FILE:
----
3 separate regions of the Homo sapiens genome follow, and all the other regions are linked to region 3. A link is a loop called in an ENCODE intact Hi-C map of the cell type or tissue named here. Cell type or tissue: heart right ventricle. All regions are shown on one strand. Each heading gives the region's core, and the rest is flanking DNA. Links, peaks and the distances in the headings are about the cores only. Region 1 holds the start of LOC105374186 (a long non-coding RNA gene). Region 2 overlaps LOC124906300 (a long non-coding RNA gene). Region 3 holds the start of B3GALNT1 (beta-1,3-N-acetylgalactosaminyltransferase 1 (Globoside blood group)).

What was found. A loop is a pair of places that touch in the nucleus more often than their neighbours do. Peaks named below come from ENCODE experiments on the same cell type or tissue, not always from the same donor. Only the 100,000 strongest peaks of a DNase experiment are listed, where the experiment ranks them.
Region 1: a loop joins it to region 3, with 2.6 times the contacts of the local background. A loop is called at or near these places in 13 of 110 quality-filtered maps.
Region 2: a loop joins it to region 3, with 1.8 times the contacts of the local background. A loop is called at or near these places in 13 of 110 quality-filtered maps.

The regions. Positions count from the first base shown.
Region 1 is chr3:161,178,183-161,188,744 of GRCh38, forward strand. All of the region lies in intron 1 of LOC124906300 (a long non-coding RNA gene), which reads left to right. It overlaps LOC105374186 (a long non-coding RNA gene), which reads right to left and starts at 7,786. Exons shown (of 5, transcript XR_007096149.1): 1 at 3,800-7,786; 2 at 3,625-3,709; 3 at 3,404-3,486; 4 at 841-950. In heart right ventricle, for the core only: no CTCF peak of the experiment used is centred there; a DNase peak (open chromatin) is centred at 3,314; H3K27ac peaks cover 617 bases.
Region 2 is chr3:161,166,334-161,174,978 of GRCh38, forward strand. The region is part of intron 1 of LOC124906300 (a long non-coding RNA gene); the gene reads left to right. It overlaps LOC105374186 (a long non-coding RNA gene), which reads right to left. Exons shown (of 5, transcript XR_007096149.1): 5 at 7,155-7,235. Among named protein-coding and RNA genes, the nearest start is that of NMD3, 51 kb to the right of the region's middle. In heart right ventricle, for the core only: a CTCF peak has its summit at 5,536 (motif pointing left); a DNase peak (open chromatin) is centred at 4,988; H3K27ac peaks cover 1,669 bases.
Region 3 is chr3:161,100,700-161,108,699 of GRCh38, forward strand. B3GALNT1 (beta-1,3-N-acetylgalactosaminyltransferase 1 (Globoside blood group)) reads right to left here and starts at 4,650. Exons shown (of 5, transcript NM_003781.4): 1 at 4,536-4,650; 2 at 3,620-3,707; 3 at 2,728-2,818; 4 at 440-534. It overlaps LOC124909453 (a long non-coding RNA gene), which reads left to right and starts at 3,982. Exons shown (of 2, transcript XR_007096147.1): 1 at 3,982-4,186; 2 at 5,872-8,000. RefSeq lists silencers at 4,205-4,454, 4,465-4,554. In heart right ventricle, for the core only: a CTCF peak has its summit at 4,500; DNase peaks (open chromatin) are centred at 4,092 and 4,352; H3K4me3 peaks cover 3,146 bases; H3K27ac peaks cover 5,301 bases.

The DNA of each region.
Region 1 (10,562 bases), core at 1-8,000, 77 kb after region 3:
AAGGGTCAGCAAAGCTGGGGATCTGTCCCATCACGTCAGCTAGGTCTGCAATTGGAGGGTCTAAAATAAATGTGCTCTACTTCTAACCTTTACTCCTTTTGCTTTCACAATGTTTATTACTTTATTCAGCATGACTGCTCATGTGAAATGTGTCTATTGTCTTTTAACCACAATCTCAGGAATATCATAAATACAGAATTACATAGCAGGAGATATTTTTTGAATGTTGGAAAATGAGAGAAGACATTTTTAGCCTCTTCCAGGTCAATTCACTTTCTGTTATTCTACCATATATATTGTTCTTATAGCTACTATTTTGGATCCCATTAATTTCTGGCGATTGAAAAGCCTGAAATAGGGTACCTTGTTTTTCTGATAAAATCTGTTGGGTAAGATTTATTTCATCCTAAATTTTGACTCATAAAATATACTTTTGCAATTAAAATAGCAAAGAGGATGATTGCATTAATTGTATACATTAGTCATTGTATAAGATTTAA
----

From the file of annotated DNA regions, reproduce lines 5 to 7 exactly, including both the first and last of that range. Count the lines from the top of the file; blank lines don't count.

The regions. Positions count from the first base shown.
Region 1 is chr3:161,178,183-161,188,744 of GRCh38, forward strand. All of the region lies in intron 1 of LOC124906300 (a long non-coding RNA gene), which reads left to right. It overlaps LOC105374186 (a long non-coding RNA gene), which reads right to left and starts at 7,786. Exons shown (of 5, transcript XR_007096149.1): 1 at 3,800-7,786; 2 at 3,625-3,709; 3 at 3,404-3,486; 4 at 841-950. In heart right ventricle, for the core only: no CTCF peak of the experiment used is centred there; a DNase peak (open chromatin) is centred at 3,314; H3K27ac peaks cover 617 bases.
Region 2 is chr3:161,166,334-161,174,978 of GRCh38, forward strand. The region is part of intron 1 of LOC124906300 (a long non-coding RNA gene); the gene reads left to right. It overlaps LOC105374186 (a long non-coding RNA gene), which reads right to left. Exons shown (of 5, transcript XR_007096149.1): 5 at 7,155-7,235. Among named protein-coding and RNA genes, the nearest start is that of NMD3, 51 kb to the right of the region's middle. In heart right ventricle, for the core only: a CTCF peak has its summit at 5,536 (motif pointing left); a DNase peak (open chromatin) is centred at 4,988; H3K27ac peaks cover 1,669 bases.